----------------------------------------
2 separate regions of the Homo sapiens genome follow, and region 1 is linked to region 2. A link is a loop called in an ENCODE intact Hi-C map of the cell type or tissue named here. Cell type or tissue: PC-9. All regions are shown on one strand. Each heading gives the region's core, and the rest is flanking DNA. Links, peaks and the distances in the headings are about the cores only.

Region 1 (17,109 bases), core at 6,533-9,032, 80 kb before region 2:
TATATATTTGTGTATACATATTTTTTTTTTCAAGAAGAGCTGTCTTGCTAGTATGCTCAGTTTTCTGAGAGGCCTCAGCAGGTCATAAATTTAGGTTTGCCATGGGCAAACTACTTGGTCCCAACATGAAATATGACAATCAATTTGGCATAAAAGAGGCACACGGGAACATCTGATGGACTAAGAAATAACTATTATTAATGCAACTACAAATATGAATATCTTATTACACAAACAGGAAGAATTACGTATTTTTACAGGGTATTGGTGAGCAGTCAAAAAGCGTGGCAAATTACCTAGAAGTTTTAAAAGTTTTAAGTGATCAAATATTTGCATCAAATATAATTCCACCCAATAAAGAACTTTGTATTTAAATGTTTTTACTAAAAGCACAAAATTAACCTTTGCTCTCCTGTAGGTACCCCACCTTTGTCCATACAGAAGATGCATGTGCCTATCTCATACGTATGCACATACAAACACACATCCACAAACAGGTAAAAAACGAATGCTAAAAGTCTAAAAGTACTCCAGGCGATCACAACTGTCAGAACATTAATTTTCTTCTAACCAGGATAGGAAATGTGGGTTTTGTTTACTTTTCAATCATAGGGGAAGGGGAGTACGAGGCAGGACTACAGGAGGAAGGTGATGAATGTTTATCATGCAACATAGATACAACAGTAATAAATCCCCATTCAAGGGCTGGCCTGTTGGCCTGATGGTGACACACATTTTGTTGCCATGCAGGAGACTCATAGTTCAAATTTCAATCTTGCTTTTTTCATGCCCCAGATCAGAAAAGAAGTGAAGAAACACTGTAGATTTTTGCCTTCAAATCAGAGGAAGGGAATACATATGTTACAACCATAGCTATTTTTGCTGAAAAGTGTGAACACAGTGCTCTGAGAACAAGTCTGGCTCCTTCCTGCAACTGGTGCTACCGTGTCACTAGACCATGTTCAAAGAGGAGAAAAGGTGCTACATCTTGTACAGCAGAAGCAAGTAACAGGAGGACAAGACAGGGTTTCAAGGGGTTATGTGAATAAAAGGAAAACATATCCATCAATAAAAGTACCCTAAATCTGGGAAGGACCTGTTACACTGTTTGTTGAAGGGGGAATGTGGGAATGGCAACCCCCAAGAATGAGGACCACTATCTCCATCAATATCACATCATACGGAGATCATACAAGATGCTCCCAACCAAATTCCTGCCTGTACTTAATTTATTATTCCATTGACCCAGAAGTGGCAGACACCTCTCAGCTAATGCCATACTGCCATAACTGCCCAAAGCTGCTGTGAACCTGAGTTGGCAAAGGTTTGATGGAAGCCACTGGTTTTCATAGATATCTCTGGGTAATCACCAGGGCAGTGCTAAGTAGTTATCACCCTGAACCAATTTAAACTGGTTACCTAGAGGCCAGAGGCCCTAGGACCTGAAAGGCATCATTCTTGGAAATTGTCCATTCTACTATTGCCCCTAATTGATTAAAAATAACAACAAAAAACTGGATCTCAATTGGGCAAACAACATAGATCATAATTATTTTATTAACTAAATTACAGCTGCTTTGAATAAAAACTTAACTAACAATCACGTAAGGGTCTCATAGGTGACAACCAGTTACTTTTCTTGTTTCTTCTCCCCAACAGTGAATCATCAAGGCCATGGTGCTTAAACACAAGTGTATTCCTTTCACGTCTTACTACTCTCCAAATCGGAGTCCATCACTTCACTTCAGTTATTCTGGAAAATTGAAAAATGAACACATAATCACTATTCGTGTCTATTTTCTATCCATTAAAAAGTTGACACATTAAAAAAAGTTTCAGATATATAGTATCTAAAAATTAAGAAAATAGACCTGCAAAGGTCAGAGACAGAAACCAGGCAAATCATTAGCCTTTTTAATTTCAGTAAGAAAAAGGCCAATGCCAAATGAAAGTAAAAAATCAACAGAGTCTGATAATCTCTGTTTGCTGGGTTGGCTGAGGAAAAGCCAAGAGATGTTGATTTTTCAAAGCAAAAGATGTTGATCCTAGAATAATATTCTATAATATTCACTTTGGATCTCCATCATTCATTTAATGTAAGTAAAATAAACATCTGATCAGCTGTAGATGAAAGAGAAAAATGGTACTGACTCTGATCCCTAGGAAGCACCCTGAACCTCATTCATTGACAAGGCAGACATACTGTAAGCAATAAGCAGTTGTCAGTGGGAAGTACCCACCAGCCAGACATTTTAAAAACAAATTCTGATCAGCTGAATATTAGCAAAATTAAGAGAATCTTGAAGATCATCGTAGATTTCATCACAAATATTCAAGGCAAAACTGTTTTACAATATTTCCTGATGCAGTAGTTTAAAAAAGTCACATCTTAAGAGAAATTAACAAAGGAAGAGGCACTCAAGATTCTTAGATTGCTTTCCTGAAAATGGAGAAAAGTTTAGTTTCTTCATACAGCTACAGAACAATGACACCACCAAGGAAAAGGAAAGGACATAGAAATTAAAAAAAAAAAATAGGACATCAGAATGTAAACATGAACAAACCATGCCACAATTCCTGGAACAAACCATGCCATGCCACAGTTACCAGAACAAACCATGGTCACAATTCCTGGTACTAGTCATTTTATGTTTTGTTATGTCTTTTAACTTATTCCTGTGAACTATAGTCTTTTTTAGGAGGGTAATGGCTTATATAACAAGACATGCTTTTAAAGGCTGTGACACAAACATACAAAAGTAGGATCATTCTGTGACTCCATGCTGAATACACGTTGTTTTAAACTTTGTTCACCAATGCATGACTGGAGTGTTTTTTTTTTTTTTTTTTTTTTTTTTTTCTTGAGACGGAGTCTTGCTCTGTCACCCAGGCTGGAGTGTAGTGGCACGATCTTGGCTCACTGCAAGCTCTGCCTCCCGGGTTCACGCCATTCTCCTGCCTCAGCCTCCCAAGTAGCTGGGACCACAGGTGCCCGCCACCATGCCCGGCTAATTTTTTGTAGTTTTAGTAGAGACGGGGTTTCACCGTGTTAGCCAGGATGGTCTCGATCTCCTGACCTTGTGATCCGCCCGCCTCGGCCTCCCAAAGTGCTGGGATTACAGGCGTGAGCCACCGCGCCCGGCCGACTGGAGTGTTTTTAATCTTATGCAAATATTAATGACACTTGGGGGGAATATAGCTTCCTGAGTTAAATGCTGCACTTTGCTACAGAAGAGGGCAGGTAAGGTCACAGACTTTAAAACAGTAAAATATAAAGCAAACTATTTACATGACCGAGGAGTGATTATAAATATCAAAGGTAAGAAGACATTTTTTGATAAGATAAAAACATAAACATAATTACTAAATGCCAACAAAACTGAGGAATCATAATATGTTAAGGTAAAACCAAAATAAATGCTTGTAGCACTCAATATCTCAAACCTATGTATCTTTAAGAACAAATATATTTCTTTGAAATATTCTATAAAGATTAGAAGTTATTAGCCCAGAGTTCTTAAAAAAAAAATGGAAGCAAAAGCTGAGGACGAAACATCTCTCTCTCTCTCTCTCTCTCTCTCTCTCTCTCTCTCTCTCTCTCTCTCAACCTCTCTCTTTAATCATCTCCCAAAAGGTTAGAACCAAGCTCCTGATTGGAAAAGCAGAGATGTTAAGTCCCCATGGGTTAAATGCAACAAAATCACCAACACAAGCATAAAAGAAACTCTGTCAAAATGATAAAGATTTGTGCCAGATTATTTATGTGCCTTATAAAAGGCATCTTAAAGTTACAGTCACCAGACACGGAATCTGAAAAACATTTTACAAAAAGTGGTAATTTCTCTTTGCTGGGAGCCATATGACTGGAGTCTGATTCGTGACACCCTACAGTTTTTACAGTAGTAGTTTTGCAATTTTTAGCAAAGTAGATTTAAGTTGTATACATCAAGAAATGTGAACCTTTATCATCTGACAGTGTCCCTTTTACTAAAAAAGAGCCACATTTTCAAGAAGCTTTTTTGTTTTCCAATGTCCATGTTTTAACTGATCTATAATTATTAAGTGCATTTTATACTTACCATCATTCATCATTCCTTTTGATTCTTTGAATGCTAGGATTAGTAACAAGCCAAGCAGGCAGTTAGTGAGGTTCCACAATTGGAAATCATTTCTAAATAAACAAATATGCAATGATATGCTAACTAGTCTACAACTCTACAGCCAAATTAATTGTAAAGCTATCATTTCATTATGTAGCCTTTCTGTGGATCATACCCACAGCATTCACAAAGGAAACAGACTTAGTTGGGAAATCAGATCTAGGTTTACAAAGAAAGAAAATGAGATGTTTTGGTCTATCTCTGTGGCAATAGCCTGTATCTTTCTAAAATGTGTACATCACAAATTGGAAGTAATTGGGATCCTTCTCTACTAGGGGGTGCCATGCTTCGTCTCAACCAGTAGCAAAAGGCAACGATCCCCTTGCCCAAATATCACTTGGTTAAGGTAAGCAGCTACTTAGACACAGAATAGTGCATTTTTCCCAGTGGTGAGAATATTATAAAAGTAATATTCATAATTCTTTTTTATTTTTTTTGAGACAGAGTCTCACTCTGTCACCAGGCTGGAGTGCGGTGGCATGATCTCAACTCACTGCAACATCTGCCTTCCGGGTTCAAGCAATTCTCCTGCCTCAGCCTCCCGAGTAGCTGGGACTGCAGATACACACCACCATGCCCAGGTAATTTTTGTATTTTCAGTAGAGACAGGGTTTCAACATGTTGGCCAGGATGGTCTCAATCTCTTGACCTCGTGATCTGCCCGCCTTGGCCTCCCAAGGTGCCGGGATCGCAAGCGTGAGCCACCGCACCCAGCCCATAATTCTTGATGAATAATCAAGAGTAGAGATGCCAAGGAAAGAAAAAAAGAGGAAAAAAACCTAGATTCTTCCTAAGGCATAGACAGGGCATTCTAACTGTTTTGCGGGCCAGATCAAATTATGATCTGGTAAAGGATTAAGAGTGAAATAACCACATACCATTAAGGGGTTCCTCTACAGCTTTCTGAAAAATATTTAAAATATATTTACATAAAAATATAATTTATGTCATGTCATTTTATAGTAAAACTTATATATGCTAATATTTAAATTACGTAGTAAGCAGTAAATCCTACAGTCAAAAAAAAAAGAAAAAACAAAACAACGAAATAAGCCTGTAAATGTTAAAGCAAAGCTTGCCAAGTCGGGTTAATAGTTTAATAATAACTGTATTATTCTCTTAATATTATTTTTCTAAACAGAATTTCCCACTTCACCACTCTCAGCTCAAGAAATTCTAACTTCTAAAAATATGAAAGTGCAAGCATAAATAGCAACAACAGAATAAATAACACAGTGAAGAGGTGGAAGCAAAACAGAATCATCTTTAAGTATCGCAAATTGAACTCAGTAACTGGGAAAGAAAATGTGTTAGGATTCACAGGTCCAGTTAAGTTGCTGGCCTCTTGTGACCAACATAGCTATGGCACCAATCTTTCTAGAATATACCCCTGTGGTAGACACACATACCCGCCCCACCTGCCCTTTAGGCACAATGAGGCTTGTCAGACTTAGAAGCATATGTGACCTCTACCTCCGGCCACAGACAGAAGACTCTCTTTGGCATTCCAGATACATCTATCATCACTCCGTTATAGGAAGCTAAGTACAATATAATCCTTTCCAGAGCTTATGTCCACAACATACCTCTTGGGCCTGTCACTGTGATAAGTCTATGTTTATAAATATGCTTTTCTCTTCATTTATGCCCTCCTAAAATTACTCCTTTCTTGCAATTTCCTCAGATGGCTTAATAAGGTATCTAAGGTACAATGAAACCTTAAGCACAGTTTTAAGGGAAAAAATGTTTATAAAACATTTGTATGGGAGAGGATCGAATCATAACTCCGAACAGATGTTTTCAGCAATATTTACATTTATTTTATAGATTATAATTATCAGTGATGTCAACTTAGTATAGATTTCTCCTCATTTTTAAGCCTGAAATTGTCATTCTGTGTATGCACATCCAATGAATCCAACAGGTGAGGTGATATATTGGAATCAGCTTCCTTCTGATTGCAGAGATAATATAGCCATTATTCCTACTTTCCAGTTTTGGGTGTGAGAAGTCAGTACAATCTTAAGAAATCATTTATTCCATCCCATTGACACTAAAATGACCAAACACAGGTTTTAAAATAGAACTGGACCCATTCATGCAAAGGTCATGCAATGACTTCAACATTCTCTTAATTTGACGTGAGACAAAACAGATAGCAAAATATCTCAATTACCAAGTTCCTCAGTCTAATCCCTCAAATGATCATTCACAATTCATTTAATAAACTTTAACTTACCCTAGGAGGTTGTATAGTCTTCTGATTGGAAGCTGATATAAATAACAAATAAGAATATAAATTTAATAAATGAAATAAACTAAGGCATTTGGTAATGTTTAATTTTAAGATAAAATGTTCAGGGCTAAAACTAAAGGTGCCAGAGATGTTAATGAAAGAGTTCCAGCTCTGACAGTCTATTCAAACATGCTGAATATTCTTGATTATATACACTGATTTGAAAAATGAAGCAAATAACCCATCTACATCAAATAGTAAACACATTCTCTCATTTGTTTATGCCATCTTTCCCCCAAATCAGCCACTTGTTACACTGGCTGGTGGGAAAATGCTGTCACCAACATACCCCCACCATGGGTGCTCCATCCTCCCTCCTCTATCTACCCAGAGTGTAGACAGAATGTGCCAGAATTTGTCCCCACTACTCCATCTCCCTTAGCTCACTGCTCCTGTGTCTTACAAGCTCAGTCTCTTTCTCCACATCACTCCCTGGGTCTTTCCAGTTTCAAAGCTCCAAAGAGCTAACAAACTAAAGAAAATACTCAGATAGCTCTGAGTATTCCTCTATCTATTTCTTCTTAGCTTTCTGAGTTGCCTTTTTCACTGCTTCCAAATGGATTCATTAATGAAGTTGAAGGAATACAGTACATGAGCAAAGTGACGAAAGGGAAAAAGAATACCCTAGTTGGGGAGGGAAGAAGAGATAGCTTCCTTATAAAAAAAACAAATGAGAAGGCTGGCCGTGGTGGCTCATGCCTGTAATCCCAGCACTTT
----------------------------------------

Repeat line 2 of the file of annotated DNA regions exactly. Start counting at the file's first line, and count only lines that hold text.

Region 1 (17,109 bases), core at 6,533-9,032, 80 kb before region 2: